Wednesday, September 2, 2009

NSF Center aims to simplify drug synthesis

Emory chemist Huw Davies has received $1.5 million from the National Science Foundation to establish an NSF Center for Chemical Innovation. Davies will lead a team of scientists from four universities to develop the center, focused on stereoselective C-H functionalization.

One of the aims of the researchers will be to speed up and simplify the synthesis of new classes of pharmaceuticals, to make their production affordable and scalable.

“We want to develop more efficient ways of cooking,” Davies explains.

Carbon-carbon (C-C) and carbon-hydrogen (C-H) bonds are generally the strongest bonds of an organic chemical, providing a stable framework for a molecule. For decades, the main strategy of organic chemistry was to leave these stable bonds alone, and focus on modifying more reactive bonds.

“C-H functionalization involves a paradigm shift,” Davies says. “We’re trying to modify the C-H bonds, while leaving alone the reactive groups. It can be tricky, but it has the possibility of giving you more flexibility for the type of structures you can access.”

The NSF Centers for Chemical Innovation program addresses major, long-term basic chemical research problems that have a high probability of both producing transformative research and leading to innovation.

Davies lab has done groundbreaking work in C-H functionalization, including developing methods of stereoselective methods, which control the three-dimensional shape of a molecule.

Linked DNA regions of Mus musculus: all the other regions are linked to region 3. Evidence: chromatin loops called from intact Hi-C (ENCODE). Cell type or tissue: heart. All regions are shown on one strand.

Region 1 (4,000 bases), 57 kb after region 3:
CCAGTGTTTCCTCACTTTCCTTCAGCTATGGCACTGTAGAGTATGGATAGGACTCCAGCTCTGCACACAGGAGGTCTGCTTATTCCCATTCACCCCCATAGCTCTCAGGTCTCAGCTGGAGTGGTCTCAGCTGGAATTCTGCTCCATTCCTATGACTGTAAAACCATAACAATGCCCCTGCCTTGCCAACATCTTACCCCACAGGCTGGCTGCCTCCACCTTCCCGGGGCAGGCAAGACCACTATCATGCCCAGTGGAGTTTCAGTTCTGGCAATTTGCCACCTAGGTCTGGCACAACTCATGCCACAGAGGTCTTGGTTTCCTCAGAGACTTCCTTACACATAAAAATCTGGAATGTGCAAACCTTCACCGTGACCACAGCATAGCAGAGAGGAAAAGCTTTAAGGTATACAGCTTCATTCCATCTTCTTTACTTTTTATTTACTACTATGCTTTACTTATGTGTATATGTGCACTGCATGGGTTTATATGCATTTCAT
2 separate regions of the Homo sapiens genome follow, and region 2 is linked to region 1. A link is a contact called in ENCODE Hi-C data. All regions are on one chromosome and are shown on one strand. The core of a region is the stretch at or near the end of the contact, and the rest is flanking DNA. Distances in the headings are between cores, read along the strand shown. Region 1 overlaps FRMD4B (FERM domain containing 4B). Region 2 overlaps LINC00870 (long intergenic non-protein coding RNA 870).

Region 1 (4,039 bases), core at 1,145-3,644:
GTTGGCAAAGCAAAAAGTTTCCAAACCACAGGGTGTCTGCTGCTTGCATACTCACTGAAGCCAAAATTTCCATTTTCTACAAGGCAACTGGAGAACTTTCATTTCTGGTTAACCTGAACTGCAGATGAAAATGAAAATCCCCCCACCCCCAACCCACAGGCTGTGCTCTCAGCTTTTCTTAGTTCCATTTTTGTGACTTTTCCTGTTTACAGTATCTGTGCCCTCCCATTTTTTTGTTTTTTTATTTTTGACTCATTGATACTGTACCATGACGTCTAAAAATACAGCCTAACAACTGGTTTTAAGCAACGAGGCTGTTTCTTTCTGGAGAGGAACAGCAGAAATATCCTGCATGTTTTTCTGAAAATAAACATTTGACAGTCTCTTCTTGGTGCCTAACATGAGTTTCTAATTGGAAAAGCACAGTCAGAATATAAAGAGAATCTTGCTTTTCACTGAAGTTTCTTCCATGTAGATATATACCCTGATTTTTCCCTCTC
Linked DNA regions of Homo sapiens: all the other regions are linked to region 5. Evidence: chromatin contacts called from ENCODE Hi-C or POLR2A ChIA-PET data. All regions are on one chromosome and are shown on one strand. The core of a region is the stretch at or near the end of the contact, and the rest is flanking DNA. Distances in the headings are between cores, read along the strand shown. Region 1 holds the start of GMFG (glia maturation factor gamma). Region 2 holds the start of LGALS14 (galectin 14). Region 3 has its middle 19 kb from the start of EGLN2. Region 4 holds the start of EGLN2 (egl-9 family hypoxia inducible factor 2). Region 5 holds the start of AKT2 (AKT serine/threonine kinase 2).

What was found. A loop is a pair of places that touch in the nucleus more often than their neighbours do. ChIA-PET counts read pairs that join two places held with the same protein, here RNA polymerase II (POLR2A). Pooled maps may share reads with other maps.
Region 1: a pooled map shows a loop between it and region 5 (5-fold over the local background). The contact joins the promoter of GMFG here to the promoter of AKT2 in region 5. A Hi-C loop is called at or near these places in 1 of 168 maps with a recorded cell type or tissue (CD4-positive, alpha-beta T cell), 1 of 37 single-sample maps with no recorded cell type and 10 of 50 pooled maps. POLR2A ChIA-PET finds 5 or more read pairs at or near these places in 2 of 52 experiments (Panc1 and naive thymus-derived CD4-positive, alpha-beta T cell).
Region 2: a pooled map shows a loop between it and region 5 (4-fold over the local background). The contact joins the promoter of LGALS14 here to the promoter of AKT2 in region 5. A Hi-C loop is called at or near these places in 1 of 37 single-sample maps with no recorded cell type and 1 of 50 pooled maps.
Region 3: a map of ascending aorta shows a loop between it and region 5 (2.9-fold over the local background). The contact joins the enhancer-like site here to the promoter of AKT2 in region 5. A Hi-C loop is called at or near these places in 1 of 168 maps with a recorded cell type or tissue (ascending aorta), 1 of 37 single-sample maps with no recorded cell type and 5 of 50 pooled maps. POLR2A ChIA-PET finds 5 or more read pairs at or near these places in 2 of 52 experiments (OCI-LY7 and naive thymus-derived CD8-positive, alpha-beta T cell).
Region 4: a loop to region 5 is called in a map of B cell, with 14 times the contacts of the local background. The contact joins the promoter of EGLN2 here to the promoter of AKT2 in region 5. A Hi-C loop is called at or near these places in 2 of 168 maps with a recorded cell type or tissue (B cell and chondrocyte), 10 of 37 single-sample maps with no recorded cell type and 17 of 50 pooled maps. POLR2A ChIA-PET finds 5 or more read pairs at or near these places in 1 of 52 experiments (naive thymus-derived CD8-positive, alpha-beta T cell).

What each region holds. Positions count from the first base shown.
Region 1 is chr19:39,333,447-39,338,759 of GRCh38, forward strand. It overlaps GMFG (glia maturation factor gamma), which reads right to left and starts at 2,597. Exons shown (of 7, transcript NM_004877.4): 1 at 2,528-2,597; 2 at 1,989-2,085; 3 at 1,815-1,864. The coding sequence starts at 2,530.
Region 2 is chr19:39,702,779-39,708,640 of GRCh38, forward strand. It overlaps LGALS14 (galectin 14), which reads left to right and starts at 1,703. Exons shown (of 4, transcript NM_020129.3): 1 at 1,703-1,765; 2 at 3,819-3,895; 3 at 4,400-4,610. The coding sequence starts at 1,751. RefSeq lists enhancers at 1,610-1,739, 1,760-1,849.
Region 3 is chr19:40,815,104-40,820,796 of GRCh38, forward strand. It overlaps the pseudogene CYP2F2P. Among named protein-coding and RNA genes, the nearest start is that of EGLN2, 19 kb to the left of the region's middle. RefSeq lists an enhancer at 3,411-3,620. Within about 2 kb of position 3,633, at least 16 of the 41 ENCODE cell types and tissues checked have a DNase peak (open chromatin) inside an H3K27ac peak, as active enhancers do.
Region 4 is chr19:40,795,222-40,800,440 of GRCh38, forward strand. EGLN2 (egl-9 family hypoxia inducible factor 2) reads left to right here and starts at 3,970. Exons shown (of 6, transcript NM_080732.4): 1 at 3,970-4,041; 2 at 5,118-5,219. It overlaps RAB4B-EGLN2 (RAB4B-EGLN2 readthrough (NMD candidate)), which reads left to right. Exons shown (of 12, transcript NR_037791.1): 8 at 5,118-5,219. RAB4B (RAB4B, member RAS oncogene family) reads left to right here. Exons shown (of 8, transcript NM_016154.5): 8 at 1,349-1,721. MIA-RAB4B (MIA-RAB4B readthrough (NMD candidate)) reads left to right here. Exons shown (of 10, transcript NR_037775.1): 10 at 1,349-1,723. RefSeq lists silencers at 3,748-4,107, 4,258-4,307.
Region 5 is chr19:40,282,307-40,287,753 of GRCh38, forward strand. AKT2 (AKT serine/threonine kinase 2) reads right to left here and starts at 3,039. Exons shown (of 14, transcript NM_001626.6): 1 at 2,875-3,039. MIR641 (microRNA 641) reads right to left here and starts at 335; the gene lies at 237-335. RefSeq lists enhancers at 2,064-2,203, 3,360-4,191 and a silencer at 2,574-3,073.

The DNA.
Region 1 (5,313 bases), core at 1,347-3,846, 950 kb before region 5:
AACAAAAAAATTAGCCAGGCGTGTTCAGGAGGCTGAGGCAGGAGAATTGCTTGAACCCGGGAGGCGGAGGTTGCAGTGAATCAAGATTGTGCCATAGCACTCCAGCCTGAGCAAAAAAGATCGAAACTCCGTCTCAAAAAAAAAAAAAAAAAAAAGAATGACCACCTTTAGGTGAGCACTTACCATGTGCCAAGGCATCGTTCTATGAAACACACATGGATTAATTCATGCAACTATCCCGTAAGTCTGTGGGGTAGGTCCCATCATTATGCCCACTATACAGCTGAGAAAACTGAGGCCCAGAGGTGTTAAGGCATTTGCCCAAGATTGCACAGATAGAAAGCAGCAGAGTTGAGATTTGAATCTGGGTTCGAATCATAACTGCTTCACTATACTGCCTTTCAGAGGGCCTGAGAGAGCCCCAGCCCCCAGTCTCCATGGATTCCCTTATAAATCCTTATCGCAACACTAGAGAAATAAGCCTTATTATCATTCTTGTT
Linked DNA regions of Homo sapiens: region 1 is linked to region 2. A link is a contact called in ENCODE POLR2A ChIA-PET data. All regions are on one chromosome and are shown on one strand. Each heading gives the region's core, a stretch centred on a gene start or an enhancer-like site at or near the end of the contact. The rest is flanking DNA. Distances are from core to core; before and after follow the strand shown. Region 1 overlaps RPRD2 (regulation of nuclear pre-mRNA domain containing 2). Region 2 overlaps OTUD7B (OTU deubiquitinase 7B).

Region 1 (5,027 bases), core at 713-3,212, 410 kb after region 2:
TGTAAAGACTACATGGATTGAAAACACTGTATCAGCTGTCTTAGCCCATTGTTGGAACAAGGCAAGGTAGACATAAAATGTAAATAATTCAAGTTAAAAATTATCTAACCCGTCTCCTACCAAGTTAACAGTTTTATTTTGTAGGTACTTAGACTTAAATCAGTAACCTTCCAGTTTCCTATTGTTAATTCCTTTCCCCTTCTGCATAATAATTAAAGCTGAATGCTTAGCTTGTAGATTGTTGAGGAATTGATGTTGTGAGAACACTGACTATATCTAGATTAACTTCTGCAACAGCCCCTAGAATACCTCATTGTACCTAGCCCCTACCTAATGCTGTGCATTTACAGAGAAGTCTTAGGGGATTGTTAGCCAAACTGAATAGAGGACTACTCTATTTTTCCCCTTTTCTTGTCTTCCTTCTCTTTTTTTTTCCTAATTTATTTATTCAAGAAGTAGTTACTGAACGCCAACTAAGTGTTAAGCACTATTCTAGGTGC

His lab focuses on streamlined synthesis methods for drug discovery and has garnered 10 patents, more than 180 peer-reviewed publications, ongoing funding from the National Institutes of Health and the NSF, and collaborations with scientists working on therapies for everything from cancer to drug addiction.

The American Chemical Society recently named Davies one of the inaugural class of ACS Fellows.

The team for phase I of the NSF Center in Chemical Innovation at Emory includes Simon Blakey, assistant professor of organic chemistry at Emory, and Jamal Musaev, director of Emory’s Cherry L. Emerson Center for Scientific Computation, in addition to chemists from Stanford, the University of Illinois at Urbana-Champaign and the Scripps Research Institute.

After three years, the center can apply to become a phase II center, and additional NSF funding of $20 million.

Take a video tour of the Davies lab.

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